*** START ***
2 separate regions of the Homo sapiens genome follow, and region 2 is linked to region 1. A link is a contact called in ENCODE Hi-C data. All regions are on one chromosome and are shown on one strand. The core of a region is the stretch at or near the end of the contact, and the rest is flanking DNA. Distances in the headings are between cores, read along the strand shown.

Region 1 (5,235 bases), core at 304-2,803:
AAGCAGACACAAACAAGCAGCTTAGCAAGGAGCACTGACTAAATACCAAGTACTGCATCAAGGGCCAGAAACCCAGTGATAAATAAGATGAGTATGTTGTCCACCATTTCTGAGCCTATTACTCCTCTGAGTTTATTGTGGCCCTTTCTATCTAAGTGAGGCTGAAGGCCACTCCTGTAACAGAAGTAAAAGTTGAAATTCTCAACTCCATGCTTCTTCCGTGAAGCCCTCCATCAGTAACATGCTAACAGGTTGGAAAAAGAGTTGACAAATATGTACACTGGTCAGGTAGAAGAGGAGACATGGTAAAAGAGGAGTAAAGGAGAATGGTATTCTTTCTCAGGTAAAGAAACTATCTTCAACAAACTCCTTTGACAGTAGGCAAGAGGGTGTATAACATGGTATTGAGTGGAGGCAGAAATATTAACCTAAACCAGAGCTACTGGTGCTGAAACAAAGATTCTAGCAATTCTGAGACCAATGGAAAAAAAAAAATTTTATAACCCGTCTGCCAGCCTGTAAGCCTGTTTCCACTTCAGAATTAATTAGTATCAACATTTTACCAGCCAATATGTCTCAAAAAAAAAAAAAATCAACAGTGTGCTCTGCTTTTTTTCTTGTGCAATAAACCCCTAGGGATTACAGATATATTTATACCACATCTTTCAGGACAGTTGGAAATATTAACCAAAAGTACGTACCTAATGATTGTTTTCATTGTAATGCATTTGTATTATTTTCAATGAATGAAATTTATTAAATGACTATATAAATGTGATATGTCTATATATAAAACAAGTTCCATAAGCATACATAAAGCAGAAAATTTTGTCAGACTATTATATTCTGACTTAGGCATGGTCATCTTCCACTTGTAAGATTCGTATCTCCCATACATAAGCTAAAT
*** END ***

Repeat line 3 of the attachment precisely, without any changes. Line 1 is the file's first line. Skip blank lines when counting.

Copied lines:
AAGCAGACACAAACAAGCAGCTTAGCAAGGAGCACTGACTAAATACCAAGTACTGCATCAAGGGCCAGAAACCCAGTGATAAATAAGATGAGTATGTTGTCCACCATTTCTGAGCCTATTACTCCTCTGAGTTTATTGTGGCCCTTTCTATCTAAGTGAGGCTGAAGGCCACTCCTGTAACAGAAGTAAAAGTTGAAATTCTCAACTCCATGCTTCTTCCGTGAAGCCCTCCATCAGTAACATGCTAACAGGTTGGAAAAAGAGTTGACAAATATGTACACTGGTCAGGTAGAAGAGGAGACATGGTAAAAGAGGAGTAAAGGAGAATGGTATTCTTTCTCAGGTAAAGAAACTATCTTCAACAAACTCCTTTGACAGTAGGCAAGAGGGTGTATAACATGGTATTGAGTGGAGGCAGAAATATTAACCTAAACCAGAGCTACTGGTGCTGAAACAAAGATTCTAGCAATTCTGAGACCAATGGAAAAAAAAAAATTTTATAACCCGTCTGCCAGCCTGTAAGCCTGTTTCCACTTCAGAATTAATTAGTATCAACATTTTACCAGCCAATATGTCTCAAAAAAAAAAAAAATCAACAGTGTGCTCTGCTTTTTTTCTTGTGCAATAAACCCCTAGGGATTACAGATATATTTATACCACATCTTTCAGGACAGTTGGAAATATTAACCAAAAGTACGTACCTAATGATTGTTTTCATTGTAATGCATTTGTATTATTTTCAATGAATGAAATTTATTAAATGACTATATAAATGTGATATGTCTATATATAAAACAAGTTCCATAAGCATACATAAAGCAGAAAATTTTGTCAGACTATTATATTCTGACTTAGGCATGGTCATCTTCCACTTGTAAGATTCGTATCTCCCATACATAAGCTAAAT